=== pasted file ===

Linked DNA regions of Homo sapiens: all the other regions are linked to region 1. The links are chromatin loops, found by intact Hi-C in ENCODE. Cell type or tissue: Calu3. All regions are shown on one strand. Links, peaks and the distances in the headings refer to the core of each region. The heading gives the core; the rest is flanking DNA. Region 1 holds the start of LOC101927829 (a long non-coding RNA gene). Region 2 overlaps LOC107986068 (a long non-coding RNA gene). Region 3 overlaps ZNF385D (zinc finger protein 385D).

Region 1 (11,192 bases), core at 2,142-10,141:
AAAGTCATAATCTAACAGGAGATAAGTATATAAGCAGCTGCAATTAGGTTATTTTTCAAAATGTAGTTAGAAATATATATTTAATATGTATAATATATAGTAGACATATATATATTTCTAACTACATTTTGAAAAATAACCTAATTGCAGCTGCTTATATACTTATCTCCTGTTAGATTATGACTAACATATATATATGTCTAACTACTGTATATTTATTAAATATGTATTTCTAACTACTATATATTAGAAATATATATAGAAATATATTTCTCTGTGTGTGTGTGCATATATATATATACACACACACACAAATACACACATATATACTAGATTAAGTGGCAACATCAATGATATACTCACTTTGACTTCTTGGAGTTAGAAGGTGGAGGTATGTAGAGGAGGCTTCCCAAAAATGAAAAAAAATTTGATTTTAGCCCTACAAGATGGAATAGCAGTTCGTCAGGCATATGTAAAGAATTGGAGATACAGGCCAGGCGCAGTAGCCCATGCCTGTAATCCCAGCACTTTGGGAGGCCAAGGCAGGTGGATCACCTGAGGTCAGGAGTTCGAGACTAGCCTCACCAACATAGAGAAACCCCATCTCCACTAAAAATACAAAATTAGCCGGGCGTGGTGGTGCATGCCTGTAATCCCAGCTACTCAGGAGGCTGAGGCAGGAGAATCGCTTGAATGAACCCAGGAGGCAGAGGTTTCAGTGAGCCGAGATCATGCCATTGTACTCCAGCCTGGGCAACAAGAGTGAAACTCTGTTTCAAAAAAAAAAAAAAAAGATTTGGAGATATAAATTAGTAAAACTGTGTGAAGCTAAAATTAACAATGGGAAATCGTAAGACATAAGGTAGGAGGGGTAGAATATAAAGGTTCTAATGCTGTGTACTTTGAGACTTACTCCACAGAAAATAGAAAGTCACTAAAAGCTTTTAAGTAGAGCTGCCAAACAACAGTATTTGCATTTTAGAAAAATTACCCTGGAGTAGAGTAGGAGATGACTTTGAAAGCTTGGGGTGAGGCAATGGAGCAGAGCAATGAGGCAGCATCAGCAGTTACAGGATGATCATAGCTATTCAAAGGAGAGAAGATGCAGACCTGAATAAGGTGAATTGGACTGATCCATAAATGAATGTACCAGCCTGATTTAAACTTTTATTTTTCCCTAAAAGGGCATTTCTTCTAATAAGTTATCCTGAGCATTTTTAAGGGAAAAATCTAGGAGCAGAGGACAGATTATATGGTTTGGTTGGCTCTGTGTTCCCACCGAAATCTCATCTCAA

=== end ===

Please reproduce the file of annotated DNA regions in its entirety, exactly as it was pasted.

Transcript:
Linked DNA regions of Homo sapiens: all the other regions are linked to region 1. The links are chromatin loops, found by intact Hi-C in ENCODE. Cell type or tissue: Calu3. All regions are shown on one strand. Links, peaks and the distances in the headings refer to the core of each region. The heading gives the core; the rest is flanking DNA. Region 1 holds the start of LOC101927829 (a long non-coding RNA gene). Region 2 overlaps LOC107986068 (a long non-coding RNA gene). Region 3 overlaps ZNF385D (zinc finger protein 385D).

Region 1 (11,192 bases), core at 2,142-10,141:
AAAGTCATAATCTAACAGGAGATAAGTATATAAGCAGCTGCAATTAGGTTATTTTTCAAAATGTAGTTAGAAATATATATTTAATATGTATAATATATAGTAGACATATATATATTTCTAACTACATTTTGAAAAATAACCTAATTGCAGCTGCTTATATACTTATCTCCTGTTAGATTATGACTAACATATATATATGTCTAACTACTGTATATTTATTAAATATGTATTTCTAACTACTATATATTAGAAATATATATAGAAATATATTTCTCTGTGTGTGTGTGCATATATATATATACACACACACACAAATACACACATATATACTAGATTAAGTGGCAACATCAATGATATACTCACTTTGACTTCTTGGAGTTAGAAGGTGGAGGTATGTAGAGGAGGCTTCCCAAAAATGAAAAAAAATTTGATTTTAGCCCTACAAGATGGAATAGCAGTTCGTCAGGCATATGTAAAGAATTGGAGATACAGGCCAGGCGCAGTAGCCCATGCCTGTAATCCCAGCACTTTGGGAGGCCAAGGCAGGTGGATCACCTGAGGTCAGGAGTTCGAGACTAGCCTCACCAACATAGAGAAACCCCATCTCCACTAAAAATACAAAATTAGCCGGGCGTGGTGGTGCATGCCTGTAATCCCAGCTACTCAGGAGGCTGAGGCAGGAGAATCGCTTGAATGAACCCAGGAGGCAGAGGTTTCAGTGAGCCGAGATCATGCCATTGTACTCCAGCCTGGGCAACAAGAGTGAAACTCTGTTTCAAAAAAAAAAAAAAAAGATTTGGAGATATAAATTAGTAAAACTGTGTGAAGCTAAAATTAACAATGGGAAATCGTAAGACATAAGGTAGGAGGGGTAGAATATAAAGGTTCTAATGCTGTGTACTTTGAGACTTACTCCACAGAAAATAGAAAGTCACTAAAAGCTTTTAAGTAGAGCTGCCAAACAACAGTATTTGCATTTTAGAAAAATTACCCTGGAGTAGAGTAGGAGATGACTTTGAAAGCTTGGGGTGAGGCAATGGAGCAGAGCAATGAGGCAGCATCAGCAGTTACAGGATGATCATAGCTATTCAAAGGAGAGAAGATGCAGACCTGAATAAGGTGAATTGGACTGATCCATAAATGAATGTACCAGCCTGATTTAAACTTTTATTTTTCCCTAAAAGGGCATTTCTTCTAATAAGTTATCCTGAGCATTTTTAAGGGAAAAATCTAGGAGCAGAGGACAGATTATATGGTTTGGTTGGCTCTGTGTTCCCACCGAAATCTCATCTCAA